Monday, August 30, 2010

Another watermelon -- A Trotskyite, by the sound of it

GREENS MP for Melbourne Adam Bandt has defended comments he made on a Marxist student website 15 years ago, in which he denounced capitalism and labelled the Greens a "bourgeois" political party that could be used to push a socialist agenda.

The comments, made in a two-page memo written by Mr Bandt on March 4, 1995, while he was a student activist at Murdoch University, first surfaced on Victorian political blogger Andrew Landeryou's website VexNews.

As Mr Bandt and Greens leader Bob Brown continued discussions yesterday with Prime Minister Julia Gillard and Treasurer Wayne Swan about the formation of the next federal government, the memo raised questions about Mr Bandt's student politics and his views of the Labor Party, which he referred to in the 1995 memo as "almost as right-wing as the US Democrats".

In the 1995 memo, Mr Bandt said he was "towards an anti-capitalist, anti-social democratic, internationalist movement".

Identifying himself as a member of the Left Alliance, Mr Bandt said, "the parliamentary road to socialism is non-existent". He called the Greens a "bourgeois" party but said supporting them might be the most effective strategy.

"Communists can't fetishise alternative political parties, but should always make some kind of materially based assessment about the effectiveness of any given strategy come election time," he wrote in the 1995 memo.

The Greens leader said there was absolutely no need for Mr Bandt to publicly distance himself from his remarks in 1995.

Mr Bandt, a former industrial relations lawyer with Slater and Gordon, made history last weekend by becoming the first Greens candidate ever to be elected to the House of Representatives in a general election.


Tired surgeons risk lives in Australia's most dangerous public hospital system

Fatigued surgeons have been ordered to work up to 80 hours a week to slash the state government's surgical waiting lists, putting lives at risk.

Angry surgeons say they are so tired during operations that their cognitive and motor skills are similar to drivers who have had five standard alcoholic drinks. "It's totally dangerous," said a surgical registrar from one of Sydney's biggest hospitals. "Would you allow someone who's had five beers to drive you or your family home? Of course you wouldn't. Then why are you allowing them to operate on you?"

Research carried out by the Centre for Sleep Research at the University of South Australia suggests that after 20 to 25 hours of wakefulness, performance of shift staff is equivalent to someone with a blood alcohol content of 0.1 per cent - double the legal driving limit.

The registrar, who did not want to be named, said patients were paying the price and government needed to acknowledge the long hours were "a direct result of their policy of trying to cut the waiting list at all costs".

"Instead of really trying to get absolutely every last lymph node out of a particular patient, which if we'd been a bit more spritely and awake and alert we might have, we may not push 110 per cent and just accept 100 per cent," he said.

While doctors are typically rostered on for 40 hours a week in theatre, they must visit patients before and after theatre in their own time. Often they are then on call for an additional 12 hours after spending 12 hours at the hospital.

"It is a lot easier for bosses to implicitly require you to work unsafe hours. It is either you or them that has to be there operating on the patient, and obviously it's not going to be them," he said.

Simon Suliman, a surgical registrar, said surgeons deserved more support from the government: "You need all your commitment to save patients - they need you. It puts a lot of pressure on the surgeons … It can affect [a patient's] life directly."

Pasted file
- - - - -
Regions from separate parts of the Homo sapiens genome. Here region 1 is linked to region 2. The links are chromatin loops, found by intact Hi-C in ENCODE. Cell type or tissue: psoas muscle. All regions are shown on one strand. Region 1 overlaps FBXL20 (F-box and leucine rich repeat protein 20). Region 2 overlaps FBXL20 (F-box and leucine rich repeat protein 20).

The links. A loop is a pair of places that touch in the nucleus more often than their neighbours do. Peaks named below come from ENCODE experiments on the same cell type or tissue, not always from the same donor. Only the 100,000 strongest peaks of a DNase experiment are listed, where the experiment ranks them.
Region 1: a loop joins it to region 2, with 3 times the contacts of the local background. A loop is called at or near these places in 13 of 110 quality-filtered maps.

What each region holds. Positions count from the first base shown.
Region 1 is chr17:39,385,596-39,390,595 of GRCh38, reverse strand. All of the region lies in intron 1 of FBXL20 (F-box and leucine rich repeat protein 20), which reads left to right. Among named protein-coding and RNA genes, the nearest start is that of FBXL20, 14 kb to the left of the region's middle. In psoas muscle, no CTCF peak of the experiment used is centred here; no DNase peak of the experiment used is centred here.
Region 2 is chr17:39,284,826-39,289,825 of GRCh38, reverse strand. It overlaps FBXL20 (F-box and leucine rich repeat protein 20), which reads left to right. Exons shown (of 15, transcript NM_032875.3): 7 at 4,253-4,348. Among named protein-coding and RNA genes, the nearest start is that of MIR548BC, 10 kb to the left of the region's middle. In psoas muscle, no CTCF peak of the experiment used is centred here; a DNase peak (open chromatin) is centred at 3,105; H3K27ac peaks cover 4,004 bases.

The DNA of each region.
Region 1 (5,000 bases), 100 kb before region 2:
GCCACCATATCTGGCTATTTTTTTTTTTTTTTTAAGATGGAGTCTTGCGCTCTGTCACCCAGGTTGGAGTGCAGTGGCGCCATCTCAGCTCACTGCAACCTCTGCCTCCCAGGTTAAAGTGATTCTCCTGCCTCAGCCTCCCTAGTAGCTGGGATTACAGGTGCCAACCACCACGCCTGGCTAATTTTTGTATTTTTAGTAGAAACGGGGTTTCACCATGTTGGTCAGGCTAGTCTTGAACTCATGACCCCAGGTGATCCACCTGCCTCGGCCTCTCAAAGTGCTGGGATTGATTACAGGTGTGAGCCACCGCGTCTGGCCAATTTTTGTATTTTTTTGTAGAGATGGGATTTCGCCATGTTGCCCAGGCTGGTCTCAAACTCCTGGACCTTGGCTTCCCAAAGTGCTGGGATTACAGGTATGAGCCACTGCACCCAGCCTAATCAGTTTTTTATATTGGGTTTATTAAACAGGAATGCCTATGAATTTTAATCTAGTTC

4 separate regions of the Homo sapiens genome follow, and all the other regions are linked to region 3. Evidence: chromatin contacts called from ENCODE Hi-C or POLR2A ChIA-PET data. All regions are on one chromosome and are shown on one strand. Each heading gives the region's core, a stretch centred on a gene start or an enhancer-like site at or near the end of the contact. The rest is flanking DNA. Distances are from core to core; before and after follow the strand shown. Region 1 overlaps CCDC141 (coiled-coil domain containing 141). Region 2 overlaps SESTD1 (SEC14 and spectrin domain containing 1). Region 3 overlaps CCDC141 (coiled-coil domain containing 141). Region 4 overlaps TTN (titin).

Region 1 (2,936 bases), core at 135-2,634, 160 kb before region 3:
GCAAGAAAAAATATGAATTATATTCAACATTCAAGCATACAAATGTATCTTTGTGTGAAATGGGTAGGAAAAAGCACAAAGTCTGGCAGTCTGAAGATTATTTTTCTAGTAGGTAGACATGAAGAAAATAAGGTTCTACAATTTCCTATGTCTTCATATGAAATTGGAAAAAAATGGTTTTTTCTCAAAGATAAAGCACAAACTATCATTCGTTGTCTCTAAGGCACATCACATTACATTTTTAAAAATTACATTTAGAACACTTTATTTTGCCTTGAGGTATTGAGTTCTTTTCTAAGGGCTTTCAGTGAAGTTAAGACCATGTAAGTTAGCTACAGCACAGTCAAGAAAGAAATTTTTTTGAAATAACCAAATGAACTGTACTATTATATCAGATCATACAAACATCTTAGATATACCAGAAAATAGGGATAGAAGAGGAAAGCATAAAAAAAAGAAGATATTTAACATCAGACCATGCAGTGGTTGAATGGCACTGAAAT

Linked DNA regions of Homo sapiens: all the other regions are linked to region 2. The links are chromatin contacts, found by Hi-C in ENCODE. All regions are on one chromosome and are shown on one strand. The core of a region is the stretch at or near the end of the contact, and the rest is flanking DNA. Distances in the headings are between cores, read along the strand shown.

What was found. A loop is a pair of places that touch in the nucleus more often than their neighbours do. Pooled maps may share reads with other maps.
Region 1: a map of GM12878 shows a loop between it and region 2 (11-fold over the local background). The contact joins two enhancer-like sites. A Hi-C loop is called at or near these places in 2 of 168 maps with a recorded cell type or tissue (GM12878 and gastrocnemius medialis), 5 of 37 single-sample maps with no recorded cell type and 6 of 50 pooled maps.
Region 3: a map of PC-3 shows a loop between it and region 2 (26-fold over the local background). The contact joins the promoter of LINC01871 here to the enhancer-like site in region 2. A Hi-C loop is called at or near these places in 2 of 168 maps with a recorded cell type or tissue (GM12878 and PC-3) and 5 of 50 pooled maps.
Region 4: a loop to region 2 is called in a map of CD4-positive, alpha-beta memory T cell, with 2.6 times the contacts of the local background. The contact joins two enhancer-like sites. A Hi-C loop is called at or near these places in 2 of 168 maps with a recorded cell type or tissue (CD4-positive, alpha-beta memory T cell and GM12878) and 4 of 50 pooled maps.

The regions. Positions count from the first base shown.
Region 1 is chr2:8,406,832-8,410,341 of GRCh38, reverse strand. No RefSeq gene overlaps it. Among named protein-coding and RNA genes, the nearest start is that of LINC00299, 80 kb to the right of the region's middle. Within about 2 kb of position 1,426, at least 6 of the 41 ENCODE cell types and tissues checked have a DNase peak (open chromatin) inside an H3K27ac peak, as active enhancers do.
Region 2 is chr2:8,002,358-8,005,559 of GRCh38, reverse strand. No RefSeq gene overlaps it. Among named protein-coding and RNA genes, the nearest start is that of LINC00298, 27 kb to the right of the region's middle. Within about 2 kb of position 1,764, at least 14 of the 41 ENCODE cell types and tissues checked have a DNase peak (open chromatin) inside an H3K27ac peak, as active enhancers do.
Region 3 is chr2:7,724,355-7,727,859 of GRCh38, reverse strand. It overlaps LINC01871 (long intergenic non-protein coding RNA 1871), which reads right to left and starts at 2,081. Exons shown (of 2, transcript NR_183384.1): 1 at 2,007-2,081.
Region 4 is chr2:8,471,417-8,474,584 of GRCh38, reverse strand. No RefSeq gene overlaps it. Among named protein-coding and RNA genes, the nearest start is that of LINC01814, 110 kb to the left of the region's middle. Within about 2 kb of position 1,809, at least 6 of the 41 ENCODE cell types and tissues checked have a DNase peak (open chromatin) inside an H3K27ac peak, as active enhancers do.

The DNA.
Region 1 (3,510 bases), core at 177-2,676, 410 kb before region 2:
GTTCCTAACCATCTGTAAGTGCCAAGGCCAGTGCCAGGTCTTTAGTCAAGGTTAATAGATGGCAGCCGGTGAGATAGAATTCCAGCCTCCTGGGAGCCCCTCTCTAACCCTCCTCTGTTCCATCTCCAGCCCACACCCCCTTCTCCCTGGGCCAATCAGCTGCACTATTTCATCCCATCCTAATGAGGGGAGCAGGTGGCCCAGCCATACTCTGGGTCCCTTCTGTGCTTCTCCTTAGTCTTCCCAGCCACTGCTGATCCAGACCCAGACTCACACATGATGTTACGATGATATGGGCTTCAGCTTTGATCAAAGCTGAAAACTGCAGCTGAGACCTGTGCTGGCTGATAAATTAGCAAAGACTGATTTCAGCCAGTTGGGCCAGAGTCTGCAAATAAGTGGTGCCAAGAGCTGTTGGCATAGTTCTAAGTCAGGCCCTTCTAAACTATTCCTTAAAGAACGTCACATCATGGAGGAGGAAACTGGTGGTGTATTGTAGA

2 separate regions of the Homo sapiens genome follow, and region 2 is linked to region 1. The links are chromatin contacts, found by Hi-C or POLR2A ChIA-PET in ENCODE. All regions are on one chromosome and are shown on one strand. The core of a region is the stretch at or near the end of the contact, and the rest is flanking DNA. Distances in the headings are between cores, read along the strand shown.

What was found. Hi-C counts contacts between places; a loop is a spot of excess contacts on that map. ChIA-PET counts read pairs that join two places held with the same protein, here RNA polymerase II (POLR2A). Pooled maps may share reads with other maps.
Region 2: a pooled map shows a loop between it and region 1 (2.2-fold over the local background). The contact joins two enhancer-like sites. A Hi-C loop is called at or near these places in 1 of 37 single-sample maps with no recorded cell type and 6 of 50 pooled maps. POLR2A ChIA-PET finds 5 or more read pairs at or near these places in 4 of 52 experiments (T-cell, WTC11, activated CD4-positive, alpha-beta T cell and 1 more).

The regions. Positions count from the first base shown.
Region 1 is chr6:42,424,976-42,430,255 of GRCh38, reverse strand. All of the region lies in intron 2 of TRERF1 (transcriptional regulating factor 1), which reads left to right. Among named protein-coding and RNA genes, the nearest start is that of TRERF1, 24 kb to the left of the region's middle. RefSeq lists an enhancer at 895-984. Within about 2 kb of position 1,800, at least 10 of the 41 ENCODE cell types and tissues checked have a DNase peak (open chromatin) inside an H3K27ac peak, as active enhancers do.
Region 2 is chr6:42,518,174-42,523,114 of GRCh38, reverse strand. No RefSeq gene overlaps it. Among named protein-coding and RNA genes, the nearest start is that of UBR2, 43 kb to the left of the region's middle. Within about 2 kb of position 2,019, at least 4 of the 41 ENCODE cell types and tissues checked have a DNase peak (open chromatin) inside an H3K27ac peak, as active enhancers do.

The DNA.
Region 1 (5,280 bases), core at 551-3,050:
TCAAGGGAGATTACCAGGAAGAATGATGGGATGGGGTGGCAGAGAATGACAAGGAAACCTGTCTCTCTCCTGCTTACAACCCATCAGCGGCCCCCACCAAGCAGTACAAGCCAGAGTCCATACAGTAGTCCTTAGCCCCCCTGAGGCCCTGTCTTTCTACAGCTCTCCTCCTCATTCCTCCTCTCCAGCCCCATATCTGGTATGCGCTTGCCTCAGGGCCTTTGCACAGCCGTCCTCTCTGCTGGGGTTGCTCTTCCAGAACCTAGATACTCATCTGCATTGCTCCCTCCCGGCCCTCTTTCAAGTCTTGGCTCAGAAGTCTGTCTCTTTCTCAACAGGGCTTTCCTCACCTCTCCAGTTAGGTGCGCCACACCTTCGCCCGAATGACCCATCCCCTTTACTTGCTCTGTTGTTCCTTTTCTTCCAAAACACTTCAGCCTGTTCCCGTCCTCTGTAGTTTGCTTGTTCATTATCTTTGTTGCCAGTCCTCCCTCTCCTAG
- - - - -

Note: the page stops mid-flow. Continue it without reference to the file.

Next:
Royal Australasian College of Surgeons surgical affairs executive director John Quinn acknowledged "it is hazardous to work for more than 14 hours at a time".

He said while the college provided guidelines to protect surgeons from fatigue, the responsibility fell on the health department and hospitals to ensure safe working hours. "We would prefer regular breaks and a minimum of 10 hours sleep in a 24 hour period," Dr Quinn said.

Australian Medical Association president Andrew Pesce confirmed that fatigue among surgical registrars was a black cloud looming over the struggling health system. "The public hospital system is under a lot of pressure and asking people to work harder with less support wouldn't surprise me," he said.

Opposition health spokeswoman Jillian Skinner said forcing surgeons to work long hours was akin to making a pilot fly long-haul without a co-pilot: "It's not allowed and yet surgeons have as much responsibility."

One surgical registrar, who did not want to be named, said he felt "delirious, emotionally labile and cloudy" after being on call for four days at a NSW hospital and would refuse to do so again. "I've never experienced that sort of sleep deprivation in my life. I couldn't cope with anything."

A spokeswoman for Health Minister Carmel Tebbutt said there was "no such directive" to surgeons and the "system does not support doctors working 80 hours a week".


The war on photography continues

Photographers protest new permit for shooting at landmarks

SYDNEY'S two most iconic landmarks have formed backdrops to hundreds of photographers protesting against laws that require them to have permits to do their work.

As many as 1000 commercial photographers from all over Australia positioned themselves at Campbells Cove, behind Sydney's Overseas Passenger Terminal, on Sunday morning, to take part in the protest. With the Harbour Bridge and Opera House in the background, they carried banners emblazoned with words including "Artists have rights to sell their work," and "Capture the moment, not the photographer".

Landscape photographer Ken Duncan said the permits were destroying passion. "It's not just the cost of photographic permits, it's the logistics of getting a permit ... " he said.

He expressed concerns up-and-coming photographers would be put off by the red tape attached to getting permits, and would consequently give up pursuing their creative dreams.